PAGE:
The Nord Scholars – Part 2

In part one of the best scientific Nordic people we looked at some great scientists from the Nordic region that have contributed to big steps in the field of science. For such a relatively small region in terms of population, the Nordic area has punched well above its weight in the field of science: notably in astronomy, physics and mathematics.  

Christian Oersted

Christian Oersted founded the Oersted Law which states that an electrical current creates a magnetic field. He discovered this in 1820 when he studied that a compass needle was affected by an electric wire lying next to it.

His law was mathematical and governs how strong the magnetic field was. This Danish scientist was the first to connect the relationship between magnetism and electricity which of course is used regularly in many practical applications.

Niels Henrik Abel

Niels Henrik Abel was one of the finest mathematicians of his time, his whole scientific research involved mathematics to prove his theories. Abel was a remarkable man as his tremendous output of vital work was done in such a short space of time.

Abel died when he was twenty-six, but his genius was apparent when he was just sixteen years old. One of his major discoveries was that he was able to prove binomial theorem, that has been essential for the understanding of numbers. He was also responsible for putting forward the theory of elliptic functions. It is staggering that a man of such youth could have such a brain, and had he lived a full life it would be quite amazing to see what else he could have proven.   

Anders Angstrom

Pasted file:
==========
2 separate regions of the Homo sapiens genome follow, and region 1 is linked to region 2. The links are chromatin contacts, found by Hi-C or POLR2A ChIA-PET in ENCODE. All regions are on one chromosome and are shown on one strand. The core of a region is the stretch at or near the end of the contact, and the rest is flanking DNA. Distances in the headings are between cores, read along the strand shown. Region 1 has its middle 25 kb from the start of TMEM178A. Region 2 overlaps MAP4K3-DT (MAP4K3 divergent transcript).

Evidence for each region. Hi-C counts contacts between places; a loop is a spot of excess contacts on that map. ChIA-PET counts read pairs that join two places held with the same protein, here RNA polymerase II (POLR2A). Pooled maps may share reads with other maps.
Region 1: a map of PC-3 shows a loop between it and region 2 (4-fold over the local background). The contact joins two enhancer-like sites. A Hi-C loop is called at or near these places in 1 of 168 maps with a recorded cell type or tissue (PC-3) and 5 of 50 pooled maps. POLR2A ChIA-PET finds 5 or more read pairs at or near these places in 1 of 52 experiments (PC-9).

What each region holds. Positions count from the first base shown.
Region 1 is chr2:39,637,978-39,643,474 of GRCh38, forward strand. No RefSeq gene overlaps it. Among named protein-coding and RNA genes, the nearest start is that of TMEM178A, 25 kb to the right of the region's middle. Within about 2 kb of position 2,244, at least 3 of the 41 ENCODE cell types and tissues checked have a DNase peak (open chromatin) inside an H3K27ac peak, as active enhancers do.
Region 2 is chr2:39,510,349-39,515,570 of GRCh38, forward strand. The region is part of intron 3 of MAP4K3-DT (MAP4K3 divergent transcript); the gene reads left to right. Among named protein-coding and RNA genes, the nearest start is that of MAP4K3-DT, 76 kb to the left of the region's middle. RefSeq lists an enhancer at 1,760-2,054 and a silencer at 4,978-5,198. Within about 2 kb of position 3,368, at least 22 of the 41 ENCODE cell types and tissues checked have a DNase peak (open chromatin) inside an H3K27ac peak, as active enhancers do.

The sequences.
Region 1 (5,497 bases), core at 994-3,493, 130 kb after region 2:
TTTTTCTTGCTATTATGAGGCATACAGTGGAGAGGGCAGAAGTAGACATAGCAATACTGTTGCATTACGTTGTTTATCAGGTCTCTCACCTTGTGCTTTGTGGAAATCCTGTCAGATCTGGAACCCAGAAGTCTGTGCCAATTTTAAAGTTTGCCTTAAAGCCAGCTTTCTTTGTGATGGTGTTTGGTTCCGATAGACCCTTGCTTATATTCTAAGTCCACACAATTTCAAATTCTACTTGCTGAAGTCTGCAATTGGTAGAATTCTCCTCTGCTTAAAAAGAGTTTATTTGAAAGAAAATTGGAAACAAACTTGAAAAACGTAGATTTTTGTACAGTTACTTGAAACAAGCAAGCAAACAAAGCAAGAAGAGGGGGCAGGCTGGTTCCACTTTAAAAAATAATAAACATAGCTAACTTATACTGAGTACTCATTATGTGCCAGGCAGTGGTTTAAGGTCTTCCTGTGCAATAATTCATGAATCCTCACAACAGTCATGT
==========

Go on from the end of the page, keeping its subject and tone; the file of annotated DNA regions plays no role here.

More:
Science now knows that an Angstrom is a measurement of length of one ten-billionth of a meter, (o.1 nm). This measurement has been invaluable to natural science in the respect to size very small structures, such as atoms, molecules, integrated circuit parts, chemical bonds, and wavelengths of electromagnetic radiation.

This Swedish scientist was one of the greatest pioneers in the field of spectroscopy which is vital in the studies of such things as the aurora borealis and heat transfer. He was also credited of developing a law of absorption which was later developed into a law of thermal radiation.

Svante Arrhenius

Svante August Arrhenius was a Swedish physicist but often was better known as a chemist, and indeed was one of the founders of physical chemistry. It was largely for this that he was awarded the Nobel Prize for Chemistry.

His work is particularly poignant in this day and age with governments around the world concerned about how much CO2 is in the air. And of course, the effect this has on the Earth’s temperature, commonly known as the Greenhouse Effect.

Arrhenius was one of the very first to predict that emissions of CO2 from the burning of fossil fuels could cause global warming and all that that entails. He made his calculations from the feedback of water vapor with latitudinal effects. In effect he was the first person to blow the whistle on the damage the human race was doing to the earth, and the consequences that this could have in the future.